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The full carbon balance of a rewetted cropland fen and a conservation-managed fen

Peacock, Michael and Gauci, V and Baird, A.J and Burden, A and Chapman, P.J and Cumming, A and Evans, J.G and Grayson, R.P and Holden, J and Kaduk, J and Morrison, R and Page, S and Pan, G and Ridley, L.M and Williamson, J and Worrall, F and Evans, C.D (2019). The full carbon balance of a rewetted cropland fen and a conservation-managed fen. Agriculture, ecosystems & environment. 269 , 1-12
[Journal article]

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Official URL: https://doi.org/10.1016/j.agee.2018.09.020

Abstract

On a global scale, the release of greenhouse gases (GHG) from peatland drainage and cultivation are believed toaccount for ∼5% of estimated anthropogenic GHG emissions. Drainage generally leads to peat subsidence andextensive soil loss, resulting in a diminishing store of soil carbon (C). This is a challenge for maintaining drai-nage-based agriculture, as such practices will eventually lead to the loss of organic soils that arable cultivationdepends on. The conversion of croplands on peat to semi-natural grasslands, alongside raising water tables, isone possible way to reduce the loss of these valuable C stores. Here, we report the net ecosystem carbon balances(NECB) of two lowland peatlands in East Anglia, south-east UK. One site is a relic conservation-managed fen ondeep peat, subject to active hydrological management to maintain water levels, and dominated by Cladium andPhragmites sedge and reed beds, whilst the other is a former cropland that has been converted to seasonally-inundated grazed grassland. Despite occasionally experiencing severe water table drawdown, the conservation-managed fen was a strong C sink of -104 g C m−2yr−1. In contrast, the grassland was a C source of 133 g C m−2yr−1, with gaseous carbon dioxide (CO2) emissions being the main loss pathway, due to low water tables ex-posing the soil profile in summer. At each site, ditch emissions of CO2were moderately large (22 and 37 g C m−2yr−1), whilst ditch methane (CH4) emissions (0.2 and 1.8 g C m−2yr−1) made a negligible contribution to theNECB, but are important when considering the ecosystem GHG balance in terms of CO2equivalents. Excludingdissolved inorganic carbon (DIC), fluvial C losses were 6 g C m−2yr−1for the conservation-managed fen and12 g C m−2yr−1for the former cropland, and were dominated by dissolved organic carbon (DOC). The smallfluvial C loss is the result of both sites being hydrologically isolated from the surrounding agricultural land-scapes. Although the partially re-wetted cropland was still acting as a net C source, our estimates suggest thatseasonal rewetting has reduced net annual C losses to ∼20% of their former cropland values. Maintaining highwater tables year round would potentially further reduce C losses, and shallow inundation might allow thereturn of wetland species such as Phragmites and Typha, perhaps as floating rafts.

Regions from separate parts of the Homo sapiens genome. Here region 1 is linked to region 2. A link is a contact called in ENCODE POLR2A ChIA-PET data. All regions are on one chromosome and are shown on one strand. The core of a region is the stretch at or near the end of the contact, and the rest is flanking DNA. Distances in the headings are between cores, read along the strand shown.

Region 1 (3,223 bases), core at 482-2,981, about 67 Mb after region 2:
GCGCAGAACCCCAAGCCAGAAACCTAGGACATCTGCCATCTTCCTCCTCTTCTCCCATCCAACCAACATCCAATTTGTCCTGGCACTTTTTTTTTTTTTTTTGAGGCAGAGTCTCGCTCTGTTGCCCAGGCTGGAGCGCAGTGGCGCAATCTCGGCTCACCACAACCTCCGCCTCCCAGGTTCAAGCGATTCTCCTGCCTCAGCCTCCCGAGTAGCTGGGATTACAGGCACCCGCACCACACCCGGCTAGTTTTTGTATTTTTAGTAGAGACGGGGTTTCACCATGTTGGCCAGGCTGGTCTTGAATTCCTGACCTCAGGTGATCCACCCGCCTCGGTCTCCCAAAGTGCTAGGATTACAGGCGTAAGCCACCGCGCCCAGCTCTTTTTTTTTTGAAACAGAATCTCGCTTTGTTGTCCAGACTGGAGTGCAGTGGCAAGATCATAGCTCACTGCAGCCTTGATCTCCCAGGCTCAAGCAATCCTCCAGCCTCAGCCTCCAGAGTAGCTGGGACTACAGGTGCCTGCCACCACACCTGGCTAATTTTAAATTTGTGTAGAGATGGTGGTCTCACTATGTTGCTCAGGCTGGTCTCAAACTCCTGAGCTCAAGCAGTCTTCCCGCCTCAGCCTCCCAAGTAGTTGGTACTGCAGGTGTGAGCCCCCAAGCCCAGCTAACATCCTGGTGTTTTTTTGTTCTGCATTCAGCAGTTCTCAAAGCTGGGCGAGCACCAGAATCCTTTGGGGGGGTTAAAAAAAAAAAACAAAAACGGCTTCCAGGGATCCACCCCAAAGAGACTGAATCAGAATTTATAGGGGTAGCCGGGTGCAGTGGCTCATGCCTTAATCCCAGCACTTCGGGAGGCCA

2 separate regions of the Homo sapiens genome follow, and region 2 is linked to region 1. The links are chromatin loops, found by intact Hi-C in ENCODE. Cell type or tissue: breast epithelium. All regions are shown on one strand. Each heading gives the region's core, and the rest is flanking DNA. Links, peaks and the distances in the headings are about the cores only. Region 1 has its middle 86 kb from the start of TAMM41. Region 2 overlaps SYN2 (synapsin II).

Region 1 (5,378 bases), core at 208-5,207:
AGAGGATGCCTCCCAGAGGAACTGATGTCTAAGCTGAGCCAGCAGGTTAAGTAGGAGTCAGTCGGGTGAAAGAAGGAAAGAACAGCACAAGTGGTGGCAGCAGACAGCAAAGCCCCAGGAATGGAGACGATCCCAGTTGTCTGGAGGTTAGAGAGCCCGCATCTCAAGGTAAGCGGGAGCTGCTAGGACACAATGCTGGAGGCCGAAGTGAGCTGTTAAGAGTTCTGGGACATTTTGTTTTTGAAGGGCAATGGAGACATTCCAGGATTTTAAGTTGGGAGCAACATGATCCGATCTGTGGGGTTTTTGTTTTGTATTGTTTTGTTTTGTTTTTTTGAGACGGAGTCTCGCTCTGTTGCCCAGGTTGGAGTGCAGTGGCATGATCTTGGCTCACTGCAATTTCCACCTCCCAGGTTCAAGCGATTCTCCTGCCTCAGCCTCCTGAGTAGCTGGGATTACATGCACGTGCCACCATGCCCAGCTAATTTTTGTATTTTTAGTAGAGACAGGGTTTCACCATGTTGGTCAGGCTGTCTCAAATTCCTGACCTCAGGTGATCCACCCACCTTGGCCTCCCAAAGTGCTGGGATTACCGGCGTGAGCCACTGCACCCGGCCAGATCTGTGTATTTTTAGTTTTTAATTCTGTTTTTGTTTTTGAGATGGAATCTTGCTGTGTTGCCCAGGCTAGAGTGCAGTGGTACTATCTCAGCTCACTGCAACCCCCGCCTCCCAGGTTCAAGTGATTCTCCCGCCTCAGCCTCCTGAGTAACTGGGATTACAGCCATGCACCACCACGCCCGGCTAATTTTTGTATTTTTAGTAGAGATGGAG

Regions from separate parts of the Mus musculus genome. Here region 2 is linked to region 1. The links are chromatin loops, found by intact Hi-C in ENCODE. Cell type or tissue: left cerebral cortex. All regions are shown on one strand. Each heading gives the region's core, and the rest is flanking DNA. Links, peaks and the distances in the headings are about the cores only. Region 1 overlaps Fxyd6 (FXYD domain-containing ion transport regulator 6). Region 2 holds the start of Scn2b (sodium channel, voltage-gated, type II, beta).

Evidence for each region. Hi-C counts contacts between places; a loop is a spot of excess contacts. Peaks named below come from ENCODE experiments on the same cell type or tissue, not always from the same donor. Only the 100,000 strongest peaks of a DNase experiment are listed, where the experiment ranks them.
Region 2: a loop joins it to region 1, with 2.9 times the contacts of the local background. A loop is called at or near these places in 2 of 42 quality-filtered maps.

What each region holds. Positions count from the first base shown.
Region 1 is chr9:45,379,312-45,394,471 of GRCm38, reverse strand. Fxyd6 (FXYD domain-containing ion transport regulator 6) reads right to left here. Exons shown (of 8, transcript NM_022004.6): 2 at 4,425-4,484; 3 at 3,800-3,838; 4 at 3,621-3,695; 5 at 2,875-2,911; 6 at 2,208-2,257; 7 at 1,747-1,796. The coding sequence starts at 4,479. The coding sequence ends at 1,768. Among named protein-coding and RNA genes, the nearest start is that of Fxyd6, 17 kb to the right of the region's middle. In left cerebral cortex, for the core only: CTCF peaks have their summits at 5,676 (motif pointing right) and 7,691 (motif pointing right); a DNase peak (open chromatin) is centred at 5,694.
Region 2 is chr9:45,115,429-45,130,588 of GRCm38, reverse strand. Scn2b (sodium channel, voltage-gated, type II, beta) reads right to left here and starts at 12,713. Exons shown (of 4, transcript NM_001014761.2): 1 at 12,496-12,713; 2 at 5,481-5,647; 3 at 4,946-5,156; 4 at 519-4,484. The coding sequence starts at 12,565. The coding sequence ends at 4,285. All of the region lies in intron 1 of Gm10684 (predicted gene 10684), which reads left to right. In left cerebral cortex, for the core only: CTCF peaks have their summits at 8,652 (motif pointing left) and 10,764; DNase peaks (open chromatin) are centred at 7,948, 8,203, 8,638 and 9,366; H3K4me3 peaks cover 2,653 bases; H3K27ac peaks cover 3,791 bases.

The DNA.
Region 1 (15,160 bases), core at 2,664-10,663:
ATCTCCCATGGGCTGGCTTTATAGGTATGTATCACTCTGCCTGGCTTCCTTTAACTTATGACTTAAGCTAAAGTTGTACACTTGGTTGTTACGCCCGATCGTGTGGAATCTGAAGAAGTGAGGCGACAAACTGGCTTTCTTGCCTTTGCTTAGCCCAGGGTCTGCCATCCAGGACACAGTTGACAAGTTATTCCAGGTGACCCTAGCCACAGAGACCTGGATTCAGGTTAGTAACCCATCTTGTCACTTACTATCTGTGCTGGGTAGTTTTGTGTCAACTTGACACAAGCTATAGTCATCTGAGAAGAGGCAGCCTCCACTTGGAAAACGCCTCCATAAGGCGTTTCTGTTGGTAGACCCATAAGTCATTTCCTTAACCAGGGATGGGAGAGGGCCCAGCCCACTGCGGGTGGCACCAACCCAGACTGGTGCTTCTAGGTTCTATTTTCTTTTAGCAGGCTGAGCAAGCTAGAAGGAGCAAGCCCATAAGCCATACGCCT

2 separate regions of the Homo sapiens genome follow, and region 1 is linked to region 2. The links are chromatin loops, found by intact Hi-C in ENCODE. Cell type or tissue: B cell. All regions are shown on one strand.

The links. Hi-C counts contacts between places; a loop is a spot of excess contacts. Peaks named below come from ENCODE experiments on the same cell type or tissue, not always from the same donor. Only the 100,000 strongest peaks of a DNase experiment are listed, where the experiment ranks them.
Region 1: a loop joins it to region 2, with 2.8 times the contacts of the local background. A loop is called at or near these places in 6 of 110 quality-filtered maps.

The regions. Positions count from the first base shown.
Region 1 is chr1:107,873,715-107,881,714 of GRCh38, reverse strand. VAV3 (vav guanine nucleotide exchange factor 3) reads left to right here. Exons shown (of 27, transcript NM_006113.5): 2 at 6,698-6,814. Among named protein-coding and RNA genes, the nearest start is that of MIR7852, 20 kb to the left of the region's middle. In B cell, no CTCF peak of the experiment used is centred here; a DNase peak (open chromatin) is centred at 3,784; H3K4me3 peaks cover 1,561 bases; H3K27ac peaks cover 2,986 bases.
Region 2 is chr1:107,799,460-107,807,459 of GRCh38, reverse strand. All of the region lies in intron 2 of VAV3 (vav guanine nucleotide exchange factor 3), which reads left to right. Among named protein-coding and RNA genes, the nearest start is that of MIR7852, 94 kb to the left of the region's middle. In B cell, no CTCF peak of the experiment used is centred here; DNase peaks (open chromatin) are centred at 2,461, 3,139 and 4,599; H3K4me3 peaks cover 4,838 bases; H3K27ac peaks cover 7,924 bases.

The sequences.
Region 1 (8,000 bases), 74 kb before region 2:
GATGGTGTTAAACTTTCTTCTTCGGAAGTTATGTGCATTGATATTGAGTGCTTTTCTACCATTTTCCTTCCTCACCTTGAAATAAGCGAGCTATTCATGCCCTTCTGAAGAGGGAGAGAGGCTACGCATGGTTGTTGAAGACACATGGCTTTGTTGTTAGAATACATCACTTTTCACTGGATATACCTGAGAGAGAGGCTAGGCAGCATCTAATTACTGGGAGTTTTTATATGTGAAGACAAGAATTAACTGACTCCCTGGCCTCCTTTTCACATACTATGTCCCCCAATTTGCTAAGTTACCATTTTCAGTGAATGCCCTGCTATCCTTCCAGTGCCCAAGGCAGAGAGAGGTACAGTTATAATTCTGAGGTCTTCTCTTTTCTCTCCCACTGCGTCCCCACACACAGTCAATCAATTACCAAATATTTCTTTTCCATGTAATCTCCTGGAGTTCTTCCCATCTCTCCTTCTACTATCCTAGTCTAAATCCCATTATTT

Authors/Creators:Peacock, Michael and Gauci, V and Baird, A.J and Burden, A and Chapman, P.J and Cumming, A and Evans, J.G and Grayson, R.P and Holden, J and Kaduk, J and Morrison, R and Page, S and Pan, G and Ridley, L.M and Williamson, J and Worrall, F and Evans, C.D
Title:The full carbon balance of a rewetted cropland fen and a conservation-managed fen
Series/Journal:Agriculture, ecosystems & environment (0167-8809)
Year of publishing :2019
Volume:269
Page range:1-12
Number of Pages:12
Publisher:Elsevier
ISSN:0167-8809
Language:English
Publication Type:Journal article
Refereed:Yes
Article category:Scientific peer reviewed
Version:Accepted version
Copyright:Creative Commons: Attribution-Noncommercial-No Derivative Works 4.0
Full Text Status:Public
Subjects:(A) Swedish standard research categories 2011 > 1 Natural sciences > 105 Earth and Related Environmental Sciences > Climate Research
(A) Swedish standard research categories 2011 > 1 Natural sciences > 105 Earth and Related Environmental Sciences > Environmental Sciences (social aspects to be 507)
Keywords:Peatland, Net ecosystem carbon balance, Greenhouse gas, Dissolved organic carbon, Restoration, Drainage
URN:NBN:urn:nbn:se:slu:epsilon-e-5096
Permanent URL:
http://urn.kb.se/resolve?urn=urn:nbn:se:slu:epsilon-e-5096
Additional ID:
Type of IDID
DOI10.1016/j.agee.2018.09.020
ID Code:15733
Faculty:NJ - Fakulteten för naturresurser och jordbruksvetenskap
Department:(NL, NJ) > Dept. of Aquatic Sciences and Assessment
Deposited By: SLUpub Connector
Deposited On:06 Nov 2018 09:49
Metadata Last Modified:25 Sep 2020 23:15

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